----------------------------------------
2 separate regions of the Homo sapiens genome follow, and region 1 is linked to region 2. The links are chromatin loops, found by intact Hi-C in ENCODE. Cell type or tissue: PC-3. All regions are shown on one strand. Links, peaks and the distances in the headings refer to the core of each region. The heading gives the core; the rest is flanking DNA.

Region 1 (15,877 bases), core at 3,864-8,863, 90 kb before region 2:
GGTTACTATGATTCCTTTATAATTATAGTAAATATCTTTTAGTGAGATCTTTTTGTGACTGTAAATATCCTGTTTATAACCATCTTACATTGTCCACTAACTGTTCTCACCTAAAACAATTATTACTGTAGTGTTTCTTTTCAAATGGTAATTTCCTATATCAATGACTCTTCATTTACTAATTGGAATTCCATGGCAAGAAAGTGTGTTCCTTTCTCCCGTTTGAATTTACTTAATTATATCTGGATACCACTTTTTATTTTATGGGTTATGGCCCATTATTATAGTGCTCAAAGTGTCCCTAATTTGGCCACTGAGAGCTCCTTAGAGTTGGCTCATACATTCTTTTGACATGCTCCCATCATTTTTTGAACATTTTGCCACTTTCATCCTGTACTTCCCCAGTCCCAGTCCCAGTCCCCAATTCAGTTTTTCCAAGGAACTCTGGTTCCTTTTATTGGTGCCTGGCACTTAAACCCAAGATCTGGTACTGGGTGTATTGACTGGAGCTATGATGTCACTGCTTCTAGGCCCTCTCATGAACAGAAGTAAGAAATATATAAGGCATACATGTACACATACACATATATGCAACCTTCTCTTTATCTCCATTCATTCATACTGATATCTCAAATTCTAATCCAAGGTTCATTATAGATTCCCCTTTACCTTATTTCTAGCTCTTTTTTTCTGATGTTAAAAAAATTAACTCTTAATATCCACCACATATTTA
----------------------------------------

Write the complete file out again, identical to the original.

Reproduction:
2 separate regions of the Homo sapiens genome follow, and region 1 is linked to region 2. The links are chromatin loops, found by intact Hi-C in ENCODE. Cell type or tissue: PC-3. All regions are shown on one strand. Links, peaks and the distances in the headings refer to the core of each region. The heading gives the core; the rest is flanking DNA.

Region 1 (15,877 bases), core at 3,864-8,863, 90 kb before region 2:
GGTTACTATGATTCCTTTATAATTATAGTAAATATCTTTTAGTGAGATCTTTTTGTGACTGTAAATATCCTGTTTATAACCATCTTACATTGTCCACTAACTGTTCTCACCTAAAACAATTATTACTGTAGTGTTTCTTTTCAAATGGTAATTTCCTATATCAATGACTCTTCATTTACTAATTGGAATTCCATGGCAAGAAAGTGTGTTCCTTTCTCCCGTTTGAATTTACTTAATTATATCTGGATACCACTTTTTATTTTATGGGTTATGGCCCATTATTATAGTGCTCAAAGTGTCCCTAATTTGGCCACTGAGAGCTCCTTAGAGTTGGCTCATACATTCTTTTGACATGCTCCCATCATTTTTTGAACATTTTGCCACTTTCATCCTGTACTTCCCCAGTCCCAGTCCCAGTCCCCAATTCAGTTTTTCCAAGGAACTCTGGTTCCTTTTATTGGTGCCTGGCACTTAAACCCAAGATCTGGTACTGGGTGTATTGACTGGAGCTATGATGTCACTGCTTCTAGGCCCTCTCATGAACAGAAGTAAGAAATATATAAGGCATACATGTACACATACACATATATGCAACCTTCTCTTTATCTCCATTCATTCATACTGATATCTCAAATTCTAATCCAAGGTTCATTATAGATTCCCCTTTACCTTATTTCTAGCTCTTTTTTTCTGATGTTAAAAAAATTAACTCTTAATATCCACCACATATTTA